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Author Topic: How to obtain maximum usable bandwidth on 160M Inverted L?  (Read 1936 times)
KH6AQ
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« Reply #15 on: September 05, 2017, 10:24:47 PM »

The OPs requirement is 60 kHz SWR bandwidth.
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WA7PRC
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Posts: 1774


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« Reply #16 on: September 06, 2017, 01:32:50 AM »

K4SX describes his cage inverted L here: http://www.smeter.net/antennas/160-meter-cage-inverted-l.php He says his 2:1 VSWR bandwidth is 200 kHz.

My experience is similar on 80m using a cage inverted vee... 500 kHz VSWR bandwidth:
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WB6BYU
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Posts: 16798




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« Reply #17 on: September 06, 2017, 08:48:52 AM »

Quote from: N1LO

Another possibility might be to use stagger tuned extra wires- that is one cut slightly longer than the other and fanned apart a bit. This could work for the radials as well as the radiator




I used this approach successfully for a dipole that covered the whole 80m band at less than 1.5 : 1 SWR,
but it wasn't as easy as it might appear.

I used 7- or 10-conductor ribbon cable, initially cutting each side to staggered lengths as calculated from
the standard dipole formula.  When I put it up the high end SWR bandwidth was about 3.5 MHz, so
I had to shorten the centers.  I tied a knot about 2/3 of the way out each element and separated the
wires from the ends to that point, then grouped them into two bundles with the even numbered wires in
one and the odds in the other.  By spreading those two bundles apart I was able to get the wide-band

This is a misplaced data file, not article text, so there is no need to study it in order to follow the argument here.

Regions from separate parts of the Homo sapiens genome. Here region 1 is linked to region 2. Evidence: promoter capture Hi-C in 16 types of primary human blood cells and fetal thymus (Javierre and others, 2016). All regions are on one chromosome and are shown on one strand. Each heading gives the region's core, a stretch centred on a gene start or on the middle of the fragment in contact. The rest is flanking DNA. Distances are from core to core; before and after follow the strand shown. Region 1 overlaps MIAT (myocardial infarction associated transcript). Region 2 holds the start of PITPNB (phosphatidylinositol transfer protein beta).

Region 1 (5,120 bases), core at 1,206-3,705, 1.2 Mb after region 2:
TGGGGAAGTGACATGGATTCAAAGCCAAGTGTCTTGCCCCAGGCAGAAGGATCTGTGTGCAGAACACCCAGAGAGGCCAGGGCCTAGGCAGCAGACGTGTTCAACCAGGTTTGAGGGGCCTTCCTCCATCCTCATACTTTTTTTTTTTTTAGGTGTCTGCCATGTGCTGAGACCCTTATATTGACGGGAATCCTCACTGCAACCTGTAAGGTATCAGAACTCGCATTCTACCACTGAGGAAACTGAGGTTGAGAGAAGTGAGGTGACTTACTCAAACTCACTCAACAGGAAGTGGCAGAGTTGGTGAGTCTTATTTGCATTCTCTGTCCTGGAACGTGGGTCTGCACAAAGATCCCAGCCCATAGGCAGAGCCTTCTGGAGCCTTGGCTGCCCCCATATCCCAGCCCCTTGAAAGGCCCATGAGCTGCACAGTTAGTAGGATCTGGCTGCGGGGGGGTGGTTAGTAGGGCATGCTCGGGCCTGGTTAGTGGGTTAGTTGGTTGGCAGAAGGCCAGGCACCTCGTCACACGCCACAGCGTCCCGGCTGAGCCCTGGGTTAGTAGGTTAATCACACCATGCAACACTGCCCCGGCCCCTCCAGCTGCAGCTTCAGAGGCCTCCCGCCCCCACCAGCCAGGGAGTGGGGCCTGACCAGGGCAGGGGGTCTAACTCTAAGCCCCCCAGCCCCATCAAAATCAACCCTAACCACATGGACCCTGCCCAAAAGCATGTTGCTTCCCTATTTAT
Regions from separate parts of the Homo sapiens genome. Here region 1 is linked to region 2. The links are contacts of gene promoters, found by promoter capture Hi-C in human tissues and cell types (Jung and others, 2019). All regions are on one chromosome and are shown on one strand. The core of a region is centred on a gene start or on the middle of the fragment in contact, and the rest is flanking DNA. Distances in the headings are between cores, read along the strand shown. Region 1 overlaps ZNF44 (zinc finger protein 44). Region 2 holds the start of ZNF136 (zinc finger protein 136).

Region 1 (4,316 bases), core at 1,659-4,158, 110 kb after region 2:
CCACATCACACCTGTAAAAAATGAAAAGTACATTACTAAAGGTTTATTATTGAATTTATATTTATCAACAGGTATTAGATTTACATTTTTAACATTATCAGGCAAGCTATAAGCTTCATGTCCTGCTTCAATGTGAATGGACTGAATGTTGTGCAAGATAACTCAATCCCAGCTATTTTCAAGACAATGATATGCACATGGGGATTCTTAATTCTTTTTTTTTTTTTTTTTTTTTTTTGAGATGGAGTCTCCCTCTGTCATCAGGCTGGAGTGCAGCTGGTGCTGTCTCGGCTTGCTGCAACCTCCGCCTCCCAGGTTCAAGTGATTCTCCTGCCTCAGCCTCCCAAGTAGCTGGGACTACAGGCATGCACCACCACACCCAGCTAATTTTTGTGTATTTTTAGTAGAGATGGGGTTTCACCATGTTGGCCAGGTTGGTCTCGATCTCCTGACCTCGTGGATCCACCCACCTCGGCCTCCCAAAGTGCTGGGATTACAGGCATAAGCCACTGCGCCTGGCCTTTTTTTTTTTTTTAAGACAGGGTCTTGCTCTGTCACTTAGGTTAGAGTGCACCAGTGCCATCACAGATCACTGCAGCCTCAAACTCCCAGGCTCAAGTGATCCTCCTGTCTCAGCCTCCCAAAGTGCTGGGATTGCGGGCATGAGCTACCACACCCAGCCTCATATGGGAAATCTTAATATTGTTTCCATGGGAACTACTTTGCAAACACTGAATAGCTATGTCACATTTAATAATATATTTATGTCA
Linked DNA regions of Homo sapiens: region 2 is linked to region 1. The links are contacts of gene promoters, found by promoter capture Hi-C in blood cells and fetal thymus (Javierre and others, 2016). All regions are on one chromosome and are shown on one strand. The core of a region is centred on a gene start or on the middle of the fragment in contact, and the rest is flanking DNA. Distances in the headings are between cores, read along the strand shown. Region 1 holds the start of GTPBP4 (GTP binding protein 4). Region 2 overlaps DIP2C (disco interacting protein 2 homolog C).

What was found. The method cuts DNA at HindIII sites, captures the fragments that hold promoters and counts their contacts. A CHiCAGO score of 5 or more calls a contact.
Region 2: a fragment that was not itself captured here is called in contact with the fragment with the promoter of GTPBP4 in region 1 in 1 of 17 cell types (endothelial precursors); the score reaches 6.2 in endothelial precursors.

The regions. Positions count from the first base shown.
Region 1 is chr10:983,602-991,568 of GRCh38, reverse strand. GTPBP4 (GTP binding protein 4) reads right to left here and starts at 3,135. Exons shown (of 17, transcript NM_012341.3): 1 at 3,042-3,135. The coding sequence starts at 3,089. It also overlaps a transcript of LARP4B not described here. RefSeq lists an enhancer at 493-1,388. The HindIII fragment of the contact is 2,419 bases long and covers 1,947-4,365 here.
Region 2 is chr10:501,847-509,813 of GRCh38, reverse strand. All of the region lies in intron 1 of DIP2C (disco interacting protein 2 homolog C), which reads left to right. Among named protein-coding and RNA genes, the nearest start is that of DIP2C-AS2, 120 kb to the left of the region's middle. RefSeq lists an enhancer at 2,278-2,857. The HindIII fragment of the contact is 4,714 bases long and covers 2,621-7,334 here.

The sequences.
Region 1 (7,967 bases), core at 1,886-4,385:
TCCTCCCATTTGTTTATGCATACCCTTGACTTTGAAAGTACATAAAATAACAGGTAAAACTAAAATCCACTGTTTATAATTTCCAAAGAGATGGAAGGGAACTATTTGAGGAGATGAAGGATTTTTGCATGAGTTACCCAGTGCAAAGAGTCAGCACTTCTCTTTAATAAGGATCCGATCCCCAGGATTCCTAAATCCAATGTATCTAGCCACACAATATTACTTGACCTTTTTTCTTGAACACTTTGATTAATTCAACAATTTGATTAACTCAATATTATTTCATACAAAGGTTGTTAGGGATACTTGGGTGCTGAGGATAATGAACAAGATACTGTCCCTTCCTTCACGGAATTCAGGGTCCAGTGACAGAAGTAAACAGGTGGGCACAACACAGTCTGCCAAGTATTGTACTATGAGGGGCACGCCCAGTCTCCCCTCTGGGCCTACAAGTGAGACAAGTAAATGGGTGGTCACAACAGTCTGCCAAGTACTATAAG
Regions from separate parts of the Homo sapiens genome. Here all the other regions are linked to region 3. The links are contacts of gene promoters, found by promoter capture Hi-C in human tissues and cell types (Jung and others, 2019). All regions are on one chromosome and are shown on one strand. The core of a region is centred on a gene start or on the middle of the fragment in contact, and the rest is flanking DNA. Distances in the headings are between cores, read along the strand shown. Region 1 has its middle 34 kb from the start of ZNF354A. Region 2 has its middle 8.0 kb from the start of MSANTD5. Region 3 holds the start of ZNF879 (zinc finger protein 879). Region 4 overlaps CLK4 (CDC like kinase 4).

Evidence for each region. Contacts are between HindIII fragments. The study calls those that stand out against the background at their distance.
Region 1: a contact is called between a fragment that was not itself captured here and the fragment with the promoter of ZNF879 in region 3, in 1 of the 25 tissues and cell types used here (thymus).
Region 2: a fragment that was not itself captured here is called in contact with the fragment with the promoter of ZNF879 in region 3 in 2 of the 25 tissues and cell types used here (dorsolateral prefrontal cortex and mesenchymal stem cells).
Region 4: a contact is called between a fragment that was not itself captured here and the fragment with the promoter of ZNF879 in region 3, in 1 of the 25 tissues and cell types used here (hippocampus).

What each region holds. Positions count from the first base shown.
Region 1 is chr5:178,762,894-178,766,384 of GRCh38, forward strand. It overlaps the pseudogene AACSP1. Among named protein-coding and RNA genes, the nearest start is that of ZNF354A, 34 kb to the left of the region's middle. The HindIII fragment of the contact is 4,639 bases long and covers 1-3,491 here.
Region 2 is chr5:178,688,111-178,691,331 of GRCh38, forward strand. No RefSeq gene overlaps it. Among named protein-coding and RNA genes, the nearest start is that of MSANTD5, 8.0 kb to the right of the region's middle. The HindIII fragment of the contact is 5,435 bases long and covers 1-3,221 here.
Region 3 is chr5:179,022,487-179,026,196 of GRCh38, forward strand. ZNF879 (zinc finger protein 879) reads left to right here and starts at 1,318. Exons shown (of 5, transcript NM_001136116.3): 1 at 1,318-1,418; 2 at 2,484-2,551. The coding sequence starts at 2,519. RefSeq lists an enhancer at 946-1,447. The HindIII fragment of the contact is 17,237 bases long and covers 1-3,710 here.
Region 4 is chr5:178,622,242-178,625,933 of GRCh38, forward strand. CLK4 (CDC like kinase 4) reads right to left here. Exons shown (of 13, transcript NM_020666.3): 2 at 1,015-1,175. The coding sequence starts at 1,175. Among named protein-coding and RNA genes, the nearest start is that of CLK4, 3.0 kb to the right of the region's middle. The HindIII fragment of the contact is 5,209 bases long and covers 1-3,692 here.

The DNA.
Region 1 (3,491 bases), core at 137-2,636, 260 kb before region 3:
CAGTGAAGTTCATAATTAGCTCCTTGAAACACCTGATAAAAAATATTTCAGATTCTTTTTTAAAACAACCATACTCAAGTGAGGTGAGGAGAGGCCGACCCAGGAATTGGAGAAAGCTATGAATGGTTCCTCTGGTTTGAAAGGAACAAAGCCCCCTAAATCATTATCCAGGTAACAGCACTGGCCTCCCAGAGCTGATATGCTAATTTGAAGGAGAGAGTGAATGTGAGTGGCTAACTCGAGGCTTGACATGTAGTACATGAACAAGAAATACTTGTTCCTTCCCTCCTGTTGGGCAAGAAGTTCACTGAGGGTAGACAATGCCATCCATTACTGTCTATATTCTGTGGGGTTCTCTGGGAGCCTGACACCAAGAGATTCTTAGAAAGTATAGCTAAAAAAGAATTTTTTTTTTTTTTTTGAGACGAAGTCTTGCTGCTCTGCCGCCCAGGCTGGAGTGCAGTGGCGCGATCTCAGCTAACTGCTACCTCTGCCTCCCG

performance I was looking for.  I can adjust the end frequencies of the SWR passband by changing the
angle between the two bundles on each end.

That was really handy for an 80m antenna on Field Day, until someone took it down with his pocket knife
at the wrong point.


But, as others have pointed out, even with a wide-band antenna you'll still have to retune your amp as
you move across the band.
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ONAIR
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Posts: 3482




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« Reply #18 on: September 06, 2017, 11:19:40 AM »

To get wider bandwidth you basically need a 'thicker' antenna. For a wire antenna this means running several wires in parallel with some space between them. Radials are part of the antenna too, so they may need to be broadbanded: run wires in parallel as for the antenna, or put nearer ground so that ground losses reduce Q (but this will reduce efficiency).
    How about just wrapping PVC poles with aluminum foil tape?
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WB6BYU
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Posts: 16798




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« Reply #19 on: September 06, 2017, 12:21:59 PM »

Quote from: ONAIR

How about just wrapping PVC poles with aluminum foil tape?




You really need a couple feet of diameter, much larger than any PVC pipe I'd want to erect.

For an 80m "T" antenna I used two vertical wires spaced about 12' apart for most of the height.
That still didn't cover the whole band, but was a noticeable improvement over a single wire.
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KE2TR
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Posts: 569




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« Reply #20 on: September 11, 2017, 05:24:56 PM »

A few years back I used a coaxial inverted L on 160m when one of my old qth's didn't have allot of room, used two gull wing elevated radials that I stapled against some wooden stockaded fence and was able to get over 100khz bandwidth under 2:1. Years later I installed the same type antenna for 75m and was able to get close to 300Khz bandwidth under 2:1. Basic antenna was like a half of a duoble bazzoka but it was all made of higher grade RG59U, no twinlead.